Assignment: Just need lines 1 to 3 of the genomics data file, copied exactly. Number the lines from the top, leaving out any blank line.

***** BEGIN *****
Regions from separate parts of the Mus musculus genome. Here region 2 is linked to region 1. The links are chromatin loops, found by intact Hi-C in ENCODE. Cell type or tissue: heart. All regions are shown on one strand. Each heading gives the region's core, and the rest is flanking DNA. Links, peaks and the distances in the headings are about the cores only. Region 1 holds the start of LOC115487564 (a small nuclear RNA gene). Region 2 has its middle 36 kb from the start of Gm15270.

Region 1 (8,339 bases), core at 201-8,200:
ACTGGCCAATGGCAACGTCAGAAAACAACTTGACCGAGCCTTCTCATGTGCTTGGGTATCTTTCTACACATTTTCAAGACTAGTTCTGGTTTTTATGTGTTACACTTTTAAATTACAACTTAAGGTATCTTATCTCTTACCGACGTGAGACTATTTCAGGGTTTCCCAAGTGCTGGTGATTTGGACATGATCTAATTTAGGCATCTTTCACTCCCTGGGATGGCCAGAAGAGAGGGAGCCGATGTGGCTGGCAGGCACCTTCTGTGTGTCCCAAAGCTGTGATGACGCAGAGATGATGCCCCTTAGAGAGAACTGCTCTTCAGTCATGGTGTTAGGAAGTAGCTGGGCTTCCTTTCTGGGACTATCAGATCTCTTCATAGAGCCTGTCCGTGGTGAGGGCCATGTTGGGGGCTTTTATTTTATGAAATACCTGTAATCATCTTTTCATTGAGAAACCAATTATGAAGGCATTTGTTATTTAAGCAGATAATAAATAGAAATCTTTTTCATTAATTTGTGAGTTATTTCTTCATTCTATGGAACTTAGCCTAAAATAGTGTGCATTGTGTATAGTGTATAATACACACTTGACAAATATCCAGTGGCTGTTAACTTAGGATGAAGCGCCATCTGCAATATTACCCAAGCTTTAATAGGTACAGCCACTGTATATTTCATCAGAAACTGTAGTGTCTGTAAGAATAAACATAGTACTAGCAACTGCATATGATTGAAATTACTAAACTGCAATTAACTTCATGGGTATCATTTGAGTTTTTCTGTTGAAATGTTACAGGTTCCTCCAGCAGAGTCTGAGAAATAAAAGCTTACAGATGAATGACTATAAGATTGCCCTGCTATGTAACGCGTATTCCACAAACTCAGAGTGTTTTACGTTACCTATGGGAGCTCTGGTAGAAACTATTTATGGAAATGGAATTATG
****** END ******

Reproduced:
Regions from separate parts of the Mus musculus genome. Here region 2 is linked to region 1. The links are chromatin loops, found by intact Hi-C in ENCODE. Cell type or tissue: heart. All regions are shown on one strand. Each heading gives the region's core, and the rest is flanking DNA. Links, peaks and the distances in the headings are about the cores only. Region 1 holds the start of LOC115487564 (a small nuclear RNA gene). Region 2 has its middle 36 kb from the start of Gm15270.

Region 1 (8,339 bases), core at 201-8,200:
ACTGGCCAATGGCAACGTCAGAAAACAACTTGACCGAGCCTTCTCATGTGCTTGGGTATCTTTCTACACATTTTCAAGACTAGTTCTGGTTTTTATGTGTTACACTTTTAAATTACAACTTAAGGTATCTTATCTCTTACCGACGTGAGACTATTTCAGGGTTTCCCAAGTGCTGGTGATTTGGACATGATCTAATTTAGGCATCTTTCACTCCCTGGGATGGCCAGAAGAGAGGGAGCCGATGTGGCTGGCAGGCACCTTCTGTGTGTCCCAAAGCTGTGATGACGCAGAGATGATGCCCCTTAGAGAGAACTGCTCTTCAGTCATGGTGTTAGGAAGTAGCTGGGCTTCCTTTCTGGGACTATCAGATCTCTTCATAGAGCCTGTCCGTGGTGAGGGCCATGTTGGGGGCTTTTATTTTATGAAATACCTGTAATCATCTTTTCATTGAGAAACCAATTATGAAGGCATTTGTTATTTAAGCAGATAATAAATAGAAATCTTTTTCATTAATTTGTGAGTTATTTCTTCATTCTATGGAACTTAGCCTAAAATAGTGTGCATTGTGTATAGTGTATAATACACACTTGACAAATATCCAGTGGCTGTTAACTTAGGATGAAGCGCCATCTGCAATATTACCCAAGCTTTAATAGGTACAGCCACTGTATATTTCATCAGAAACTGTAGTGTCTGTAAGAATAAACATAGTACTAGCAACTGCATATGATTGAAATTACTAAACTGCAATTAACTTCATGGGTATCATTTGAGTTTTTCTGTTGAAATGTTACAGGTTCCTCCAGCAGAGTCTGAGAAATAAAAGCTTACAGATGAATGACTATAAGATTGCCCTGCTATGTAACGCGTATTCCACAAACTCAGAGTGTTTTACGTTACCTATGGGAGCTCTGGTAGAAACTATTTATGGAAATGGAATTATG